After the passing of the Immigration Act of 1924, which severely limited immigration from southern and eastern Europe, Stoddard urged for white unity and the assimilation of the immigrants in his book Reforging America. Unlike Madison Grant and others, who only concerned themselves with keeping America racially "Nordic," Stoddard argued the non-Nordic white peoples who were now in the country needed to be assimilated/Americanized, and believed the country could continue to function so long as it was mostly "white" and retained its Nordic, Anglo-Saxon core. Stoddard argued that there would be a coming racial struggle between "white" civilization and the "colored" world, and believed animosity and infighting between white ethnic groups and nationalities had to be diminished if the white race was to survive; as such he was an avid pacifist and was staunchly opposed to both World War I and World War II.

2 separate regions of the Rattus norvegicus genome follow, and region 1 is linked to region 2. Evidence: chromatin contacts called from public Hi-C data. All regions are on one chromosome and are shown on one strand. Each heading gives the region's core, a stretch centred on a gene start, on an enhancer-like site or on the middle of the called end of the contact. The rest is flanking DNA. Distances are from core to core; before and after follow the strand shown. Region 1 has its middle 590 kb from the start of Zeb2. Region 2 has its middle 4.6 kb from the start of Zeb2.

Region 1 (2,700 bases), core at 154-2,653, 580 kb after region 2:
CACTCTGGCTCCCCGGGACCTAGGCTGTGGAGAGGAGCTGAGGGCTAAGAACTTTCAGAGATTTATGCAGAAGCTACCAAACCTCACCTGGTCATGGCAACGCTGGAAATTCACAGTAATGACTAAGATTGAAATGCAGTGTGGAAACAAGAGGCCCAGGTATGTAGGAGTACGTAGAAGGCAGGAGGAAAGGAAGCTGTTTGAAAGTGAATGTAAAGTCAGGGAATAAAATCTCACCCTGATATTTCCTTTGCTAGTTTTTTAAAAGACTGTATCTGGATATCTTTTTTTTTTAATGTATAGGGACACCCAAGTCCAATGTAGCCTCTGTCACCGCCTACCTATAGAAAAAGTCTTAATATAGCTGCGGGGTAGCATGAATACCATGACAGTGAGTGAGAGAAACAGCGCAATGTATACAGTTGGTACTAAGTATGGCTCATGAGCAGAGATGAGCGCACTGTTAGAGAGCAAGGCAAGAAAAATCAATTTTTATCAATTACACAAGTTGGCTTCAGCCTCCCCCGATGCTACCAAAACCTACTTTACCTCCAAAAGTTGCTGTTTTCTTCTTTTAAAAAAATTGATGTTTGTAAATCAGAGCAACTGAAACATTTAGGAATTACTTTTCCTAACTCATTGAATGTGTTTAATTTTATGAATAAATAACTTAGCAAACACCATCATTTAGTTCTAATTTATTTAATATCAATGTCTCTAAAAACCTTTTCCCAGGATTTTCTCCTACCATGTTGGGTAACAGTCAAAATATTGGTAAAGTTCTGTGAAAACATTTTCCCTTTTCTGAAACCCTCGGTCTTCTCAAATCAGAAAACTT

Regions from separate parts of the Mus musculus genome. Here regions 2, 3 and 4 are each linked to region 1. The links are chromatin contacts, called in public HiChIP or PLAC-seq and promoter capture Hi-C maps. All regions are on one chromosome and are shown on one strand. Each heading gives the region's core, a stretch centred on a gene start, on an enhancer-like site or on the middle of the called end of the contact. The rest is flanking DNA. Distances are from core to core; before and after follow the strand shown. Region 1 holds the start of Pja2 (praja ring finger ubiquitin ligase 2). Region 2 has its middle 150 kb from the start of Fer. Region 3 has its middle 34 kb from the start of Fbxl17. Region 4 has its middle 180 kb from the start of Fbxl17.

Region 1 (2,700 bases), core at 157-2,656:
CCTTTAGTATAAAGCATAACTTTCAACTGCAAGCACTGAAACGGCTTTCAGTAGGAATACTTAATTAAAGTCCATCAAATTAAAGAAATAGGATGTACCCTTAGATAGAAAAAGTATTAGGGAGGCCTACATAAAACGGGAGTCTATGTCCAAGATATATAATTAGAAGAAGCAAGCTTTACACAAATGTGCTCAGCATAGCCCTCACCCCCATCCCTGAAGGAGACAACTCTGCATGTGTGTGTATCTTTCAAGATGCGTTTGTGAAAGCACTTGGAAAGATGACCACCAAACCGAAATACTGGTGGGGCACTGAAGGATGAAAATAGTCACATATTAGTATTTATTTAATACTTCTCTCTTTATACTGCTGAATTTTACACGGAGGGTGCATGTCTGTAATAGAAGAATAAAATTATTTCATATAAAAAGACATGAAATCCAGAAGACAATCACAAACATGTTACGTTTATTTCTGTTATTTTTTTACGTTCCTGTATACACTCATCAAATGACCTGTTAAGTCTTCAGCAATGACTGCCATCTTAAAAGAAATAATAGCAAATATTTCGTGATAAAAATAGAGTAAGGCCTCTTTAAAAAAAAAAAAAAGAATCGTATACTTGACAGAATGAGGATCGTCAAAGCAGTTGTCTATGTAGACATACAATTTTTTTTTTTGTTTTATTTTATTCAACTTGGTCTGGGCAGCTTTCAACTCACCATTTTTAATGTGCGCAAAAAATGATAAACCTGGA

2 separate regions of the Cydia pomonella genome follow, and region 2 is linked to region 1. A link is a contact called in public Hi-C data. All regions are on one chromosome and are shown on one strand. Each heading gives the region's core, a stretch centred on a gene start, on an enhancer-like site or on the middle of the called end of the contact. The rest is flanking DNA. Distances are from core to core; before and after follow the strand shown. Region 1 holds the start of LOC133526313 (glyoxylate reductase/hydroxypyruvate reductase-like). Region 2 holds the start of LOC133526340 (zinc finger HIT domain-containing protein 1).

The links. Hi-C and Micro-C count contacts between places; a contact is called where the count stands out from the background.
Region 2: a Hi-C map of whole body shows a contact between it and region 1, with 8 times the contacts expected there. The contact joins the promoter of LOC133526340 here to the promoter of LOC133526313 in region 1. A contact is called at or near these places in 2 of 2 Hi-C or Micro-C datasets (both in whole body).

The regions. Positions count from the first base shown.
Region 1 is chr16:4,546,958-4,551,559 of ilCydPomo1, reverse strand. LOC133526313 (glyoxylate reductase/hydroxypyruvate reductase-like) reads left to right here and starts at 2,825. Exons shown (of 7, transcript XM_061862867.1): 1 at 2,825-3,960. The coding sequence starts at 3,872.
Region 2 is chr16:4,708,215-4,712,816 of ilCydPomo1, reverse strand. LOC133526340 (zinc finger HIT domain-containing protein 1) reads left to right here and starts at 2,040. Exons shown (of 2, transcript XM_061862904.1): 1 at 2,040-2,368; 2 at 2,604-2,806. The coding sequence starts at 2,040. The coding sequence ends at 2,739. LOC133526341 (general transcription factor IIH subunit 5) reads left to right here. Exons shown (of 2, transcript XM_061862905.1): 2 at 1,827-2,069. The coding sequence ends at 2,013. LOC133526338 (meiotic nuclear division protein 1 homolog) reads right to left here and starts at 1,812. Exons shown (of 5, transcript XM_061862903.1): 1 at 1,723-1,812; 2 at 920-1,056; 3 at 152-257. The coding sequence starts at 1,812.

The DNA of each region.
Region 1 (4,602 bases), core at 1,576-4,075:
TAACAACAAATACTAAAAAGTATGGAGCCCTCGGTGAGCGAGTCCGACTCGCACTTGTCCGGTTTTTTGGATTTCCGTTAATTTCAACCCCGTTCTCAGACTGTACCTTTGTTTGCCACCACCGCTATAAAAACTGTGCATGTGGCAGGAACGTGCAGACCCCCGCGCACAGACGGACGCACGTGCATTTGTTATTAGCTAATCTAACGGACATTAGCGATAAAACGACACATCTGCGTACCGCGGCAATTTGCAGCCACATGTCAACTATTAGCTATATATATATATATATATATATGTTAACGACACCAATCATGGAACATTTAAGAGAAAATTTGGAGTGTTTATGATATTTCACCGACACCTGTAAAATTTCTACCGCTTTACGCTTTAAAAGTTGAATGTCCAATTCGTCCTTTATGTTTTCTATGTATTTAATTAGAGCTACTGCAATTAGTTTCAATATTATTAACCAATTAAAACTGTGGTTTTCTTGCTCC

Stoddard authored over two dozen works, most related to race and civilization, echoing the themes of his previous works about the dangers of "colored" peoples against "white" civilization.

World War II

During World War II he spent 4 months as a journalist for the North American Newspaper Alliance in Nazi Germany. He wrote Into the Darkness (1940) about his experiences there. [1] He got preferential treatment by Nazi officials compared to other journalists. For example the Propaganda Ministry insisted that NBC's Max Jordan and CBS's William Shirer use Stoddard to interview the captain of the Bremen.[1][2]

Stoddard was relatively nonpartisan in his coverage of the Nazi regime, but he did express concern for the welfare of the European Jewish community, foreseeing intense violence against the Jews. He was always wary of and often opposed to the Nazis, despite their common support for eugenics. In The Rising Tide of Color Stoddard blasted the ethnic supremacism of the Germans, blaming the "Teutonic imperialists" for the outbreak of the First World War, and the Nazis, of course, simply carried this ethnic supremacism to more extreme ends. He opposed what he saw as the disuniting of White/European peoples through intense nationalism and infighting.